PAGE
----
Research Group Chiara F Magnani


Cancer Immunotherapy, Gene Transfer, Chimeric Antigen Receptor T cells

Summary & Mission statement

Our research focuses on immunotherapy and uses genetic engineering to unleash our immune system against cancer. Specifically, we aim to apply non-viral engineering to design next-generation CAR T cells.


Chimeric antigen receptor (CAR) T cell immunotherapy has resulted in complete remission and durable response in highly refractory patients. My research seeks to take advantage of non-viral T cell engineering to timely implement a flexible and sustainable platform for next-generation CAR T immunotherapy. Indeed, despite important clinical success generated by CAR T cell-mediated immunotherapy in hemato-oncological diseases, the emergence of cases of resistance to single-target CAR T cells, the complexity of manufacturing, and the tumor microenvironment have limited progress in the field. To face these hurdles, we are designing non-viral next-generation CAR T cells, capable of recognizing more targets on tumor cells and designed to be less prone to tumor microenvironment inhibition. Non-viral gene transfer technology enables stable transgene expression and increased DNA carrying capacity through a simplified process with reduced costs and increased biosafety. We demonstrated that non-viral vectors can be used to achieve treatment of patients with fulminant relapse in an academic study using donor-derived anti-CD19 CAR T cells generated with Sleeping Beauty (SB) transposon in B-cell acute lymphoblastic leukemia (B-ALL) patients relapsed after HSCT. This is the first study in Europe using CAR T cells engineenered with the SB system.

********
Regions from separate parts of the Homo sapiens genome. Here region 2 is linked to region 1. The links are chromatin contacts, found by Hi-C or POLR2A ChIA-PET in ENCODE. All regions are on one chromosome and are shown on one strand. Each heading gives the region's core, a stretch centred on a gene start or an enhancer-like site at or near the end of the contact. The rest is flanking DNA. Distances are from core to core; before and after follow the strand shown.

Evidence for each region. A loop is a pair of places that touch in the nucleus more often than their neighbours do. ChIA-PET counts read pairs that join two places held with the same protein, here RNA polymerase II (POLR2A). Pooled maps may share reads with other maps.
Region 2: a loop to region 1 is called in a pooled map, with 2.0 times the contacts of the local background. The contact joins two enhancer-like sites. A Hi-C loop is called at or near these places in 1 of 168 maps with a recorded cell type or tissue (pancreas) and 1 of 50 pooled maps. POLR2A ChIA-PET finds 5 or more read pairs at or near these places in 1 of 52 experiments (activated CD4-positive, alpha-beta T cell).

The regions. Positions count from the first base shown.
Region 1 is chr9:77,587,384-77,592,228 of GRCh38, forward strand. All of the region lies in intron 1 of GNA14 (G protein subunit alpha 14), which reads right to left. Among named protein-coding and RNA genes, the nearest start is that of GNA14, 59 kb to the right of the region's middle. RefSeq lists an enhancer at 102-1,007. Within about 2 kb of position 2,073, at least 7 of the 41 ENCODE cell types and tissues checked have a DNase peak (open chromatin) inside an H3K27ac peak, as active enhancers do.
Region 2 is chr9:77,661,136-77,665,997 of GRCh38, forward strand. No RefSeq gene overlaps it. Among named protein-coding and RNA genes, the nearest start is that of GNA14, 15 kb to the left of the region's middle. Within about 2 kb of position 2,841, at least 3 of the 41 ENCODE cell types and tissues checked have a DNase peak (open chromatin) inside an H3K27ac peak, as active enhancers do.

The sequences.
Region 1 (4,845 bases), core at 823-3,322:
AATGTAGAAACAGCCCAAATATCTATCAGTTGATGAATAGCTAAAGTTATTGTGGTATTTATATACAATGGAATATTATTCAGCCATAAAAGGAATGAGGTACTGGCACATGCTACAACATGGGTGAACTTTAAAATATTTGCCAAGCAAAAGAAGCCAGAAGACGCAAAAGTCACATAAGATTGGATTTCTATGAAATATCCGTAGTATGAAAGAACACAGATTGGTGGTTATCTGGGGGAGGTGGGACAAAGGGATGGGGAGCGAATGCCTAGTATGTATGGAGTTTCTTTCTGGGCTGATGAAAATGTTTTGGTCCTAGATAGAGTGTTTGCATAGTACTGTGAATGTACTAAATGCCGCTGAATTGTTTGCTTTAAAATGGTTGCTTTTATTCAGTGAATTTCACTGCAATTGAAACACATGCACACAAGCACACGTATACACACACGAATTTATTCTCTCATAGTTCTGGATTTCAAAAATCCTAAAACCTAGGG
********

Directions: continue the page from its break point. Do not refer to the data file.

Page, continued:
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B-ALL patients, relapsed after transplantation, were treated with donor-derived anti-CD19 CAR T cells generated with SB. This study is an academic, multi-center, phase I/II dose-escalation trial enrolling pediatric and adult patients. After lymphodepletion with Fludarabine and Cyclophosphamide, patients are infused with a single dose of CAR T cells. CAR T cells are manufactured in-house from 50 ml of peripheral blood from the allo-transplant donor by electroporation with SB plasmids.